Guidance for Self-Directed Care Programs

You may ask yourself, what is the difference between Self-Directed Care and Consumer Directed Care? They are the same, just sometimes referred to as different names depending on the state. This type of service model is an alternative to traditional agency based service model, where the consumer or participant is given the authority to make decisions on his/her care. The participant can recruit, hire, train and manage the worker or caregiver of his/her choosing. CMS refers to this as “employer authority.” Self-Directed Care promotes choice and control; not only can participants choose who will provide the services and when they will be provided, but they can decide how the Medicaid funds in their budget are spent, including how much to pay the worker. This is referred to as “budget authority.”

States have different plans and waivers for providing enrollees with options for Self-Directed Medicaid Services. The options include Home and Community Based Services State Plan 1915(i), Community First Choice 1915(k), Self-Directed Personal Assistance Services State Plan 2915(j), and Home and Community Based Services Waiver Programs 1915(c). Each funding option has different guidelines, but they all have common aspects which include:

Person Centered Planning– CMS requires this assessment process to develop a plan given by the participant for the worker to follow. The plan is used to identify patient needs, abilities, preferences and desired outcomes. In addition, a backup plan is needed in case the worker is out sick.

Service Plan– This care plan is a written document that indicates the services to be provided in order for the participant to remain in the community.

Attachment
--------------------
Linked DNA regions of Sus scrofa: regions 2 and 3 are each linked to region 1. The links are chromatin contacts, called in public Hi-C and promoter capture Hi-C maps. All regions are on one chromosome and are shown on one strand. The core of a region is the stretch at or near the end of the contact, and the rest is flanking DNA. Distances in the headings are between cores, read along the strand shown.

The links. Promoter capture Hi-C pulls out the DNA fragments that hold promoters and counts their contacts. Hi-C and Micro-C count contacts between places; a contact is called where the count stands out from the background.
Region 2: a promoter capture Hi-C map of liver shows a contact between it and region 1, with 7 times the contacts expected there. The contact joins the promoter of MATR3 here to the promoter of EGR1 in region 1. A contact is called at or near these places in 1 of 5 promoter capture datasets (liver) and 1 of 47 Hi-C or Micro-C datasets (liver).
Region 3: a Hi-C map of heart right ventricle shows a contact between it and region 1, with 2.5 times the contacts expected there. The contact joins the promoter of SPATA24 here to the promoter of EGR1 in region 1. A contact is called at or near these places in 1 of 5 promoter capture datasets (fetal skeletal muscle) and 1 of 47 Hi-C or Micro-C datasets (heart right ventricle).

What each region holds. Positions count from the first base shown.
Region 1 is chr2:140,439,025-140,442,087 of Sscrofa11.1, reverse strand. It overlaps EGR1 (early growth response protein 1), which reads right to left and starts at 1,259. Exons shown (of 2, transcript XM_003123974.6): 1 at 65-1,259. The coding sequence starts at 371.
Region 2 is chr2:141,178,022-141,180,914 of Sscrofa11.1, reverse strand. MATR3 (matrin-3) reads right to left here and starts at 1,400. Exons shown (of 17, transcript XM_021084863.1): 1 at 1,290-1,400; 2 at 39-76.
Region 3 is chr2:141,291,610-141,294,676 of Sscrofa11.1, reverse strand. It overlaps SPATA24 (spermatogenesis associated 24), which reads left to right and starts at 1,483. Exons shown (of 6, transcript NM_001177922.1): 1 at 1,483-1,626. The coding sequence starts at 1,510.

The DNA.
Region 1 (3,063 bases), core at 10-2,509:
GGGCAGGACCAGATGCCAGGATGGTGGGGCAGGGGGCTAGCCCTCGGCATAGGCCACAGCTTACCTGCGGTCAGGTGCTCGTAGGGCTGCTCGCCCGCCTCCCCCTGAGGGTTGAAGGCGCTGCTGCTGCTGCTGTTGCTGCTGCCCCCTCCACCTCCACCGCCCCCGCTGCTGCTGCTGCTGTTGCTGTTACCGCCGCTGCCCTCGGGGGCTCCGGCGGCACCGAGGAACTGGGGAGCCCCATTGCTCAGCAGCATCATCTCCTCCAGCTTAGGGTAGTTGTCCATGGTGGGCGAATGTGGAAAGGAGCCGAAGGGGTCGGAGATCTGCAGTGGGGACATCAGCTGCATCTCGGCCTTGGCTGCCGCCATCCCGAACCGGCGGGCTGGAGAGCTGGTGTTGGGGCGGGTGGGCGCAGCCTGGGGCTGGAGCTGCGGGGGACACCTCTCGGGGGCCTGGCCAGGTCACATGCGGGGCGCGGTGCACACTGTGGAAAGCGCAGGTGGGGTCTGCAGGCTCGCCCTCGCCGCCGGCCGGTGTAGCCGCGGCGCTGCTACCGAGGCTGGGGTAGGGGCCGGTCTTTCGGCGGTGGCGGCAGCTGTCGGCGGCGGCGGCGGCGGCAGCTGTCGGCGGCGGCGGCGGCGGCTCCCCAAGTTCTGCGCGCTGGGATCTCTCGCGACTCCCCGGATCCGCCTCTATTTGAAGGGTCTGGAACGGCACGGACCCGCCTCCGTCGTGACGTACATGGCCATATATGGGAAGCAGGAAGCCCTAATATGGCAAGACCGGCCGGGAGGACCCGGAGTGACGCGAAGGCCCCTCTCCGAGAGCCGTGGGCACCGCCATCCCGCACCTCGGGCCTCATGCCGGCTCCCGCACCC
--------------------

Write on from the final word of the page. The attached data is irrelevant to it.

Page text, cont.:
Individualized Budget- The amount of money the participant has to spend and it is developed based on the person-centered planning process and the service plan.

Each state is required to provide guidance and support to the participant in the program. A support broker or consultant is a contact between the participants and assists with all aspects of the program. In addition, Financial Management Services are available to the participant to ensure payroll and budget is on track and done properly. The state monitors the performance and outcomes of individuals to ensure the program is successful.

Under the 21st Century Cures Act mandate, all Medicaid Personal Care Services Programs will be required to use an Electronic visit verification (EVV) system to verify visits. Self-Directed services fall under this category even though their care delivery model isn’t like traditional homecare. Since most visits are not scheduled, EVV systems must be flexible in capturing the required EVV data. The required data elements include: Type of service, individual receiving services, date of the services, location of the service delivery, individual providing the service, and the time the service begins and ends. Sandata’s Santrax® Self-Directed Care offering is Cures Act compliant and helps empower each participant to have control over his/her long term care delivery while automating existing manual efforts. Sandata’s been providing Self-Directed Care programs for over 10 years, and currently supports over 30,000 Self-Directed Clients. If you’re interested in learning more, please contact us and we will be happy to discuss our EVV for Consumer Directed Care Services. mspinelli@sandata.com